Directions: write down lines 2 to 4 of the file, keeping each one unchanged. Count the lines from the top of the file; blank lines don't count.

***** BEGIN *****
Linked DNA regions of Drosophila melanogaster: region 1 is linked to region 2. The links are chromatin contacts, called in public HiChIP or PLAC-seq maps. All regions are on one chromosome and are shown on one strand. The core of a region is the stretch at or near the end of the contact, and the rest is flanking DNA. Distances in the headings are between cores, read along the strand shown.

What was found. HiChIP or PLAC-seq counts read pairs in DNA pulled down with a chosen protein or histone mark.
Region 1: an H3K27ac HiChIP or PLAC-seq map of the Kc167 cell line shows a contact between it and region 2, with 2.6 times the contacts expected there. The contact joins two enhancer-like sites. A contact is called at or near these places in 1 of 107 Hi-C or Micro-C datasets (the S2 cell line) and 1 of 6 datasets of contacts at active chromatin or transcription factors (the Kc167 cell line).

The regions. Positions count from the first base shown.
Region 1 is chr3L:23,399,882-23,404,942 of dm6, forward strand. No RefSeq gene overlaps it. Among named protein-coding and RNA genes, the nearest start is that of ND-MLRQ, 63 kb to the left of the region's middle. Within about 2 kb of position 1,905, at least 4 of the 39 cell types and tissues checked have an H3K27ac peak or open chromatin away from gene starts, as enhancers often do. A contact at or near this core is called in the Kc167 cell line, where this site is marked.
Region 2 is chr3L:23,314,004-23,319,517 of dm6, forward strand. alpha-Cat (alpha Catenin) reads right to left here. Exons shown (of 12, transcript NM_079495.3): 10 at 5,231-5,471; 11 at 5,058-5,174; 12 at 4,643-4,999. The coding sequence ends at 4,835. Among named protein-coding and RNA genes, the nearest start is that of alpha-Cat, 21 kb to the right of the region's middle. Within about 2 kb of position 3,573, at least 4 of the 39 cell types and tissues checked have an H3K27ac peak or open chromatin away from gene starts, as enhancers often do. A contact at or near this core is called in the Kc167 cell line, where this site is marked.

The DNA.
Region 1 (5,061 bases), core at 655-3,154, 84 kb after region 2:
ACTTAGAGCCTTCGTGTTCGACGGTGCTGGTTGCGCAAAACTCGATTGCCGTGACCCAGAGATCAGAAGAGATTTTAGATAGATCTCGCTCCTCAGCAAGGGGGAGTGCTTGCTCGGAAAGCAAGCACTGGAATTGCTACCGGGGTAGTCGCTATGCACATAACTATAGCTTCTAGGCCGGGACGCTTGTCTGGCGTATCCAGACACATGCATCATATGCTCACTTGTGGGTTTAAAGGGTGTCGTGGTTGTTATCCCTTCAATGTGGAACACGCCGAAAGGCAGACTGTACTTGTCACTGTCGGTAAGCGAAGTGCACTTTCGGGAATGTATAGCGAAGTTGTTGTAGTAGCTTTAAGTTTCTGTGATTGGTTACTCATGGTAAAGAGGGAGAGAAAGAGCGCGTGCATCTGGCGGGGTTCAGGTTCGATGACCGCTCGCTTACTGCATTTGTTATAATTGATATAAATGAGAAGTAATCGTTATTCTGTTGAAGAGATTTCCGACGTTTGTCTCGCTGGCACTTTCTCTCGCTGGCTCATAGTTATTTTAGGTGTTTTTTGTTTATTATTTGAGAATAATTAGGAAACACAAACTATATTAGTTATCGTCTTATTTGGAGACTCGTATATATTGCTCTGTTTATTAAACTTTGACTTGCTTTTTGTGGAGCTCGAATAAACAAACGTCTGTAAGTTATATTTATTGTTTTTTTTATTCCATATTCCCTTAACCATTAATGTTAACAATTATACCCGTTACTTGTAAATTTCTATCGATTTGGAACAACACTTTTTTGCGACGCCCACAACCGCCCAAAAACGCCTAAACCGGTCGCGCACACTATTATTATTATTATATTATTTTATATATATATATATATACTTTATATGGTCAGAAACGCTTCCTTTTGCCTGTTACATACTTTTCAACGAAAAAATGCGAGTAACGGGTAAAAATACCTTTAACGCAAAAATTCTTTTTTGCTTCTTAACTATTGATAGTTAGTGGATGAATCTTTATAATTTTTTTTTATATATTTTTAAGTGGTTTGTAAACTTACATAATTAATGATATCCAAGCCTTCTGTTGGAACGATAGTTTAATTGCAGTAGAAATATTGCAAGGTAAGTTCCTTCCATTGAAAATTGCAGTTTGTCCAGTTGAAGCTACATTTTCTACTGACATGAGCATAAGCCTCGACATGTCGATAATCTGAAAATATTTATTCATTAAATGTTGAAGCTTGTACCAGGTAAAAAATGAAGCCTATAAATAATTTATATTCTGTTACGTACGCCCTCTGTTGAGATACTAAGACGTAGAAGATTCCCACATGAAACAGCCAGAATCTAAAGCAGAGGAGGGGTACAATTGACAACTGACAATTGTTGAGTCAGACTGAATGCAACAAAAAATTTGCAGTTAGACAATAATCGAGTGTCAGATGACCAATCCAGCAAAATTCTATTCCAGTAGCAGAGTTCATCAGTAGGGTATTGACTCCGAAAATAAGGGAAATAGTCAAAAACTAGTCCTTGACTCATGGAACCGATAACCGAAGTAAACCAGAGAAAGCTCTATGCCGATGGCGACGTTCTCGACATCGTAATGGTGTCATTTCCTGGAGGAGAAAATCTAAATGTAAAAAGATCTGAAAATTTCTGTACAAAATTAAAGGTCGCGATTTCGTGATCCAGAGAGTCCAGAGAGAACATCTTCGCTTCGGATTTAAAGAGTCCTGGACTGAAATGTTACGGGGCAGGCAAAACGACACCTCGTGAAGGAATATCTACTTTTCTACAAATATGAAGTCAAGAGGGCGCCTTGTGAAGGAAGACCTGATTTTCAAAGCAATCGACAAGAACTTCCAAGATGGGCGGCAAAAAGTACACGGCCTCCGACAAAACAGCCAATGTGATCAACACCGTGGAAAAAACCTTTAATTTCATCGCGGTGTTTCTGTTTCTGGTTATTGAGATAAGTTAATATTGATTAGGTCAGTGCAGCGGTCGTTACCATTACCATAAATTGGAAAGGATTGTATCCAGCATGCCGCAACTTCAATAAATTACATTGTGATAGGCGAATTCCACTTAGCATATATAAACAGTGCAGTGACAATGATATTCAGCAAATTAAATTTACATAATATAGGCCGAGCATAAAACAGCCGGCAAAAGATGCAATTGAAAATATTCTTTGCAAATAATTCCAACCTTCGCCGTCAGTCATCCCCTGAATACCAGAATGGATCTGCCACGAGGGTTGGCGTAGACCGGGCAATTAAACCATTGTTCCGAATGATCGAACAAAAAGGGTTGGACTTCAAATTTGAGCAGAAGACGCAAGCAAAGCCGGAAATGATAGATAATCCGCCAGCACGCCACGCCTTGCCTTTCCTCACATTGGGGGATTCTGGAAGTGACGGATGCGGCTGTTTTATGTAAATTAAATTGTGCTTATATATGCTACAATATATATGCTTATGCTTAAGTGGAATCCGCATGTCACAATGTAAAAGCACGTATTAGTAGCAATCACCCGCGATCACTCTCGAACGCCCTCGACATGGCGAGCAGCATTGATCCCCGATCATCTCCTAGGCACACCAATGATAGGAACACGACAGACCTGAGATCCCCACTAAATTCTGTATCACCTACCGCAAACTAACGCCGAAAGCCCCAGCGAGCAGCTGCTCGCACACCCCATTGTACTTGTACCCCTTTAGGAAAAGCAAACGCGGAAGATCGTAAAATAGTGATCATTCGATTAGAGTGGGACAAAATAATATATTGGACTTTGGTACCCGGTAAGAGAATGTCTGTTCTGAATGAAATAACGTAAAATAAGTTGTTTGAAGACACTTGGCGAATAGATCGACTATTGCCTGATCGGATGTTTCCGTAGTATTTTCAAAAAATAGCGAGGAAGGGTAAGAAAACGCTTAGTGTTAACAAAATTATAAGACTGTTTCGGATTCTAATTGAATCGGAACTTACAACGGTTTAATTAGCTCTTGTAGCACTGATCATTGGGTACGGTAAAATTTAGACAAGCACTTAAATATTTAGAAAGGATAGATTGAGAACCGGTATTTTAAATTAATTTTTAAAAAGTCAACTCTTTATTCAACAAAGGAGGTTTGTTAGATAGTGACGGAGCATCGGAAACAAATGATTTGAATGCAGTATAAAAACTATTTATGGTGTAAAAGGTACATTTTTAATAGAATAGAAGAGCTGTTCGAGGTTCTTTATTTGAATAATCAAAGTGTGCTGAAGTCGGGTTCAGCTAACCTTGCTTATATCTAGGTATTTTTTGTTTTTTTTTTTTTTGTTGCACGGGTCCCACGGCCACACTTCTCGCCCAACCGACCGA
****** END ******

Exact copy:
What was found. HiChIP or PLAC-seq counts read pairs in DNA pulled down with a chosen protein or histone mark.
Region 1: an H3K27ac HiChIP or PLAC-seq map of the Kc167 cell line shows a contact between it and region 2, with 2.6 times the contacts expected there. The contact joins two enhancer-like sites. A contact is called at or near these places in 1 of 107 Hi-C or Micro-C datasets (the S2 cell line) and 1 of 6 datasets of contacts at active chromatin or transcription factors (the Kc167 cell line).

The regions. Positions count from the first base shown.